Your Pre-Viral Marketing Plan

Written by Sean Murphy. Posted in Rules of Thumb, skmurphy

Google’s acquisition of YouTube seems to have captured the imagination of a lot of entrepreneurs that we meet at various events, in particular everyone wants to start a consumer Internet or media oriented businesses based on “viral marketing.”

Here are a couple of key questions to answer for your pre-viral marketing plan, or what you are going to do before the customer acquisition cost goes to zero (note: this doesn’t always happen–alas it’s more the exception than the rule–which can lead to a situation where you are “buying Google Adwords to sell Google AdSense“).

  1. What is the cost ($, your time, calendar time) to acquire a customer?
  2. Revenue from a new customer in first 30 days, 90 days, 180 days (how long to cover your acquisition cost and increase in marginal operating cost?)
  3. Expected lifetime (and therefore lifetime value of a customer)

I would answer this set of questions before I spent any money incorporating or buying any more domains. Your largest risks are usually market risks, not development risks. Also, for item 2, the revenue driver in a media business is the ability to deliver a well characterized audience to your advertisers. If your audience is composed of “folks at random” your advertising rates are much less than for an audience of CEO’s or private aircraft owners.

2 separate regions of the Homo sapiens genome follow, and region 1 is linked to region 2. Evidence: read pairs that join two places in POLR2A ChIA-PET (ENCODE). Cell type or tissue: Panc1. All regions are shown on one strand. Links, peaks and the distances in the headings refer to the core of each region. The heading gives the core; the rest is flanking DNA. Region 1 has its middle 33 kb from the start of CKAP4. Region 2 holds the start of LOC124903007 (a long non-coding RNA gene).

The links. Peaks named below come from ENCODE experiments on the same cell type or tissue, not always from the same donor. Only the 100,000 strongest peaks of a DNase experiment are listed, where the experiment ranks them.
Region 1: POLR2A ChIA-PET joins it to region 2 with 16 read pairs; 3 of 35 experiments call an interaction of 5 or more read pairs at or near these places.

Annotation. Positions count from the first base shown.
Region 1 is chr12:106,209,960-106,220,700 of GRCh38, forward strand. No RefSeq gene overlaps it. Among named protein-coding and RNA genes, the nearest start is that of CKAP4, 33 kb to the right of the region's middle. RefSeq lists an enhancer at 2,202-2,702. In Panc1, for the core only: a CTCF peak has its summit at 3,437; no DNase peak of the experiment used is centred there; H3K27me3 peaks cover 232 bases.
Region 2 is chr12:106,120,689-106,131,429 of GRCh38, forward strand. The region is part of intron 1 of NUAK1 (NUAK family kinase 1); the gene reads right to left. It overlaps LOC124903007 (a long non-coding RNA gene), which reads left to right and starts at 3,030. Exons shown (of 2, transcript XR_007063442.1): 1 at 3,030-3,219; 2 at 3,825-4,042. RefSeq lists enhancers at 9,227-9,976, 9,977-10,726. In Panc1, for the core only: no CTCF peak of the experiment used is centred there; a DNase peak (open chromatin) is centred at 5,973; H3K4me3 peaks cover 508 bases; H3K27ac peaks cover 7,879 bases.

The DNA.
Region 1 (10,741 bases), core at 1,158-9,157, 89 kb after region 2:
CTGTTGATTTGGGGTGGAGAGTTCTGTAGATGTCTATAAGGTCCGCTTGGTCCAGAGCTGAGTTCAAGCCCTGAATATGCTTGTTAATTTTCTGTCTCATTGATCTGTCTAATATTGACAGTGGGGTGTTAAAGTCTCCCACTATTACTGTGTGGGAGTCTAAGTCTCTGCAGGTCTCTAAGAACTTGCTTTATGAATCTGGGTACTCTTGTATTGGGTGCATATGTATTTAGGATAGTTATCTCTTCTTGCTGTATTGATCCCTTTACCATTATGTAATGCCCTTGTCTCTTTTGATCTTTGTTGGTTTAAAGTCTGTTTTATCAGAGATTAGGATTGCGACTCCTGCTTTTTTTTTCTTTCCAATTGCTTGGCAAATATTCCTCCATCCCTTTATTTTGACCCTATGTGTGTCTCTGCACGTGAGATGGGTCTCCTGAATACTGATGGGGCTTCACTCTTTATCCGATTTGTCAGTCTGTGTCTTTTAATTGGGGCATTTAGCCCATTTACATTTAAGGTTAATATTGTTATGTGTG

Update Nov-29: Josh Kopelman blogged about this in “Let’s Just Add In a Little Virality

It happens all the time.  I’m meeting with an entrepreneur, who is telling me about a really innovative product idea for a consumer website.  And I’m liking it.  We’re going back and forth on product ideas.  And before I know it, we’re approaching the end of our meeting.  I then ask them, “So, how are you going to acquire customers.” And that’s when it happens.  That’s when I realize that they’ve spent all their time focusing on the product/site, and aren’t nearly as innovative when it comes to their customer acquisition plans.  They view marketing as something they can “bolt on” afterwards.

The most disappointing answer is when they say “Oh, we’ll just make it viral.”  As if virality is something you can choose to add in after the product is baked – like a spell checker.  […]

That’s why First Round Capital’s website has always said: “Too many companies treat marketing and sales as a tactical afterthought. We believe marketing is strategic and seek companies that are marketing focused – with marketing requirements driving product development.”

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